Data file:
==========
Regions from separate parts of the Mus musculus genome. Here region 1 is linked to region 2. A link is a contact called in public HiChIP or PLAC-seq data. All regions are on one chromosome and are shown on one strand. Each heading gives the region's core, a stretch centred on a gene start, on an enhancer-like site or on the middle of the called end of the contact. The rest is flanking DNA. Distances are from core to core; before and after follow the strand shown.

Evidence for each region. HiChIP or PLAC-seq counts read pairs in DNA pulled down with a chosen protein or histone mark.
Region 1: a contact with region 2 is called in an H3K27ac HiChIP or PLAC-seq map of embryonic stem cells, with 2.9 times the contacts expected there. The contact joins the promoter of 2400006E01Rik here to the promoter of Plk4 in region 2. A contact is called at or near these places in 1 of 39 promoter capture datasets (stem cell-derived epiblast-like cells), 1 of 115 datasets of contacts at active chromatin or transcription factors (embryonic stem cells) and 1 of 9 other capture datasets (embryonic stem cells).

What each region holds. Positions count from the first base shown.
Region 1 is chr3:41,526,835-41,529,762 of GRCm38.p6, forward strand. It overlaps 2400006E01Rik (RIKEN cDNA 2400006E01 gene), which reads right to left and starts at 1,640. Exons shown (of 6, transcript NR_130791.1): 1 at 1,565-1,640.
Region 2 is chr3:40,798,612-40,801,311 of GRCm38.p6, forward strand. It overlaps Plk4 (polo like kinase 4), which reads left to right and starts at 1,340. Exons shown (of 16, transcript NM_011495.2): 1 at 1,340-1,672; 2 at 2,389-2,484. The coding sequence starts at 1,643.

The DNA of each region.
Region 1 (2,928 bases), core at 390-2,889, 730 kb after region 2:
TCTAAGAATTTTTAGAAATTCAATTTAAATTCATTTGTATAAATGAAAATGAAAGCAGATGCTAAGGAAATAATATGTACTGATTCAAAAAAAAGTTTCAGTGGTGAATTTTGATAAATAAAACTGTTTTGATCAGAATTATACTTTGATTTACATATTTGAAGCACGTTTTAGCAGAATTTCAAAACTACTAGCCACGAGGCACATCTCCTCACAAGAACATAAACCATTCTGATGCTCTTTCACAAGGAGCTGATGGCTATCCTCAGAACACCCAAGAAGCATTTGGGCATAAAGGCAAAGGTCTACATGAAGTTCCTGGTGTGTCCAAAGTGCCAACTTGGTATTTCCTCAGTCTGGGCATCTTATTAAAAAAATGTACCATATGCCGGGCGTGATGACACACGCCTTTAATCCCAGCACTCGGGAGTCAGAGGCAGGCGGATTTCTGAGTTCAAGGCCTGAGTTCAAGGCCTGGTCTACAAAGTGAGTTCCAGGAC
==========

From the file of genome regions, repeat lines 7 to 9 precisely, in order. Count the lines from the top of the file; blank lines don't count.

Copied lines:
The DNA of each region.
Region 1 (2,928 bases), core at 390-2,889, 730 kb after region 2:
TCTAAGAATTTTTAGAAATTCAATTTAAATTCATTTGTATAAATGAAAATGAAAGCAGATGCTAAGGAAATAATATGTACTGATTCAAAAAAAAGTTTCAGTGGTGAATTTTGATAAATAAAACTGTTTTGATCAGAATTATACTTTGATTTACATATTTGAAGCACGTTTTAGCAGAATTTCAAAACTACTAGCCACGAGGCACATCTCCTCACAAGAACATAAACCATTCTGATGCTCTTTCACAAGGAGCTGATGGCTATCCTCAGAACACCCAAGAAGCATTTGGGCATAAAGGCAAAGGTCTACATGAAGTTCCTGGTGTGTCCAAAGTGCCAACTTGGTATTTCCTCAGTCTGGGCATCTTATTAAAAAAATGTACCATATGCCGGGCGTGATGACACACGCCTTTAATCCCAGCACTCGGGAGTCAGAGGCAGGCGGATTTCTGAGTTCAAGGCCTGAGTTCAAGGCCTGGTCTACAAAGTGAGTTCCAGGAC